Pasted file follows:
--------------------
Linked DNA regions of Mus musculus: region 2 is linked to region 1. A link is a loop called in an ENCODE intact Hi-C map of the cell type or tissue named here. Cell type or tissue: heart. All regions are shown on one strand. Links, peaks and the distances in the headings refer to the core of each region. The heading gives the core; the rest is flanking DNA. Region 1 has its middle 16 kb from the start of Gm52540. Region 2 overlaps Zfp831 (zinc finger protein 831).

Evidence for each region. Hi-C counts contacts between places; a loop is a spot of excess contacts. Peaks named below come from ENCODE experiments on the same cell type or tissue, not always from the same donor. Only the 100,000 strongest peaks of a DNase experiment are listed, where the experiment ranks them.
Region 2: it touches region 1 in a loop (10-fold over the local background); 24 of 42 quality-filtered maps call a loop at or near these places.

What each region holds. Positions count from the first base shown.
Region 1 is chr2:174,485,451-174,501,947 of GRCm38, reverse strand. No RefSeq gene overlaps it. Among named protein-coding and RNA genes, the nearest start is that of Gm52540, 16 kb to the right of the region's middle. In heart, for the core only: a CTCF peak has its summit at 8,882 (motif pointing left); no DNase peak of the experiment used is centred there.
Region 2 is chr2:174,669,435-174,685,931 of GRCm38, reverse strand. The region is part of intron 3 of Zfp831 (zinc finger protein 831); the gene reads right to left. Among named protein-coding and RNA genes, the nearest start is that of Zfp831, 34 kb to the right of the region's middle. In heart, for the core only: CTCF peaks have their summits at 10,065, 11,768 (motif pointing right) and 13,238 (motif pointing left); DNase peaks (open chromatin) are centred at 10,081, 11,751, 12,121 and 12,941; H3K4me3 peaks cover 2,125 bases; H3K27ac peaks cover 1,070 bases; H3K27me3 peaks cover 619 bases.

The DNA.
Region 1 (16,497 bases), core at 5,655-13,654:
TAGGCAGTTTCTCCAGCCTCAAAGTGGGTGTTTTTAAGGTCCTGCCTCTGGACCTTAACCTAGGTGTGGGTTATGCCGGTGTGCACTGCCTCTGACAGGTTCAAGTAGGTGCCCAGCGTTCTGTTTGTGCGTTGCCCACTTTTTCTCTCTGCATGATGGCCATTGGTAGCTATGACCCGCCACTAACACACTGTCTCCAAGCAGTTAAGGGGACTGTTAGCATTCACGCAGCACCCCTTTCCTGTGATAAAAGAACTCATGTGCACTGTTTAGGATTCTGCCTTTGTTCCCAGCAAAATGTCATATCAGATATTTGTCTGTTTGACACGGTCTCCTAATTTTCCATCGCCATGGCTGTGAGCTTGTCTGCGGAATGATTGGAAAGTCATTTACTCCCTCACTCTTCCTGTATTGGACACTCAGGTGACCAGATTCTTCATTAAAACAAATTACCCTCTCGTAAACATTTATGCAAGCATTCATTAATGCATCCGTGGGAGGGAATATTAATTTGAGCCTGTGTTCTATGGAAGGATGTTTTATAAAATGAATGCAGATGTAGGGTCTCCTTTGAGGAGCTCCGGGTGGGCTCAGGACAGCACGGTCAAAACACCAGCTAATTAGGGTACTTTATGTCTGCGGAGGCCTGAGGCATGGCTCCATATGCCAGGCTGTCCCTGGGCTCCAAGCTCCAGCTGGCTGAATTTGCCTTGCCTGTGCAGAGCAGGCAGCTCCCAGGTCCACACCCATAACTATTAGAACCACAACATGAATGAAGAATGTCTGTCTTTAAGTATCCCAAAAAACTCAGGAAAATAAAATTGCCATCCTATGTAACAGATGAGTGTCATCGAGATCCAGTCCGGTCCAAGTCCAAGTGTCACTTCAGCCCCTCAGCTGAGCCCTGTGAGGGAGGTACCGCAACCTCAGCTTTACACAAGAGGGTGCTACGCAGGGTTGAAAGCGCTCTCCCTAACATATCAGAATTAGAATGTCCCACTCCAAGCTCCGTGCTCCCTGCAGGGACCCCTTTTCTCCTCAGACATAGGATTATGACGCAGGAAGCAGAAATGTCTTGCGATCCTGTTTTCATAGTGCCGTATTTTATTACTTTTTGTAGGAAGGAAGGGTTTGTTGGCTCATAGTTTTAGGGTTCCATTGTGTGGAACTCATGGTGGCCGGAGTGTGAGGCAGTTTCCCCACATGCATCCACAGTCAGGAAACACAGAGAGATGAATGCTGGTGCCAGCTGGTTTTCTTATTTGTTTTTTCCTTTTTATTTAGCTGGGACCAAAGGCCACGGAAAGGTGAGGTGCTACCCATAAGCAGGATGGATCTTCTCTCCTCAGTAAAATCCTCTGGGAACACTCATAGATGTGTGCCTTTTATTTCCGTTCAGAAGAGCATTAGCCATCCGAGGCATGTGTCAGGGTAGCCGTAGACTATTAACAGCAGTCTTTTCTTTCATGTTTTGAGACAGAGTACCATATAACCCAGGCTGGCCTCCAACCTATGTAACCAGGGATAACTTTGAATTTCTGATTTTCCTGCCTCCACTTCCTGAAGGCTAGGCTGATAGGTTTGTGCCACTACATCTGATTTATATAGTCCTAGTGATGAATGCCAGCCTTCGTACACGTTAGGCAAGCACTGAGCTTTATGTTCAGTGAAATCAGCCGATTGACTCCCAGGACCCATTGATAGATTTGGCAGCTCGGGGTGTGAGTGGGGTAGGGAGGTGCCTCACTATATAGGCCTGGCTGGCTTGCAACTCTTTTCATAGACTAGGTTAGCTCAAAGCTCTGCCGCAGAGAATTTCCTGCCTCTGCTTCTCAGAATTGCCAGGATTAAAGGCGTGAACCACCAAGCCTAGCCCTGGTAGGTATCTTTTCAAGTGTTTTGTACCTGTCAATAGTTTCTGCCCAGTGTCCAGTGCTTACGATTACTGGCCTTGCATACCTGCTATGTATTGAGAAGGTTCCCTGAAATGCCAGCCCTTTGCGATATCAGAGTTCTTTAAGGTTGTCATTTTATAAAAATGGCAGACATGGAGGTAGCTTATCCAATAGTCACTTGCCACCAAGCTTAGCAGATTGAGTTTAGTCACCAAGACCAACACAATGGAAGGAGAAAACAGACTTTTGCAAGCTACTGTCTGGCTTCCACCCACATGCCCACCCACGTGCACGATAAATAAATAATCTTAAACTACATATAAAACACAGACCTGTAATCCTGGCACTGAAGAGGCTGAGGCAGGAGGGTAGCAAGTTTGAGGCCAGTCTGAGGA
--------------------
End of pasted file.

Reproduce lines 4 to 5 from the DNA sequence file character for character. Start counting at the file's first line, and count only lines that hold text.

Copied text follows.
What each region holds. Positions count from the first base shown.
Region 1 is chr2:174,485,451-174,501,947 of GRCm38, reverse strand. No RefSeq gene overlaps it. Among named protein-coding and RNA genes, the nearest start is that of Gm52540, 16 kb to the right of the region's middle. In heart, for the core only: a CTCF peak has its summit at 8,882 (motif pointing left); no DNase peak of the experiment used is centred there.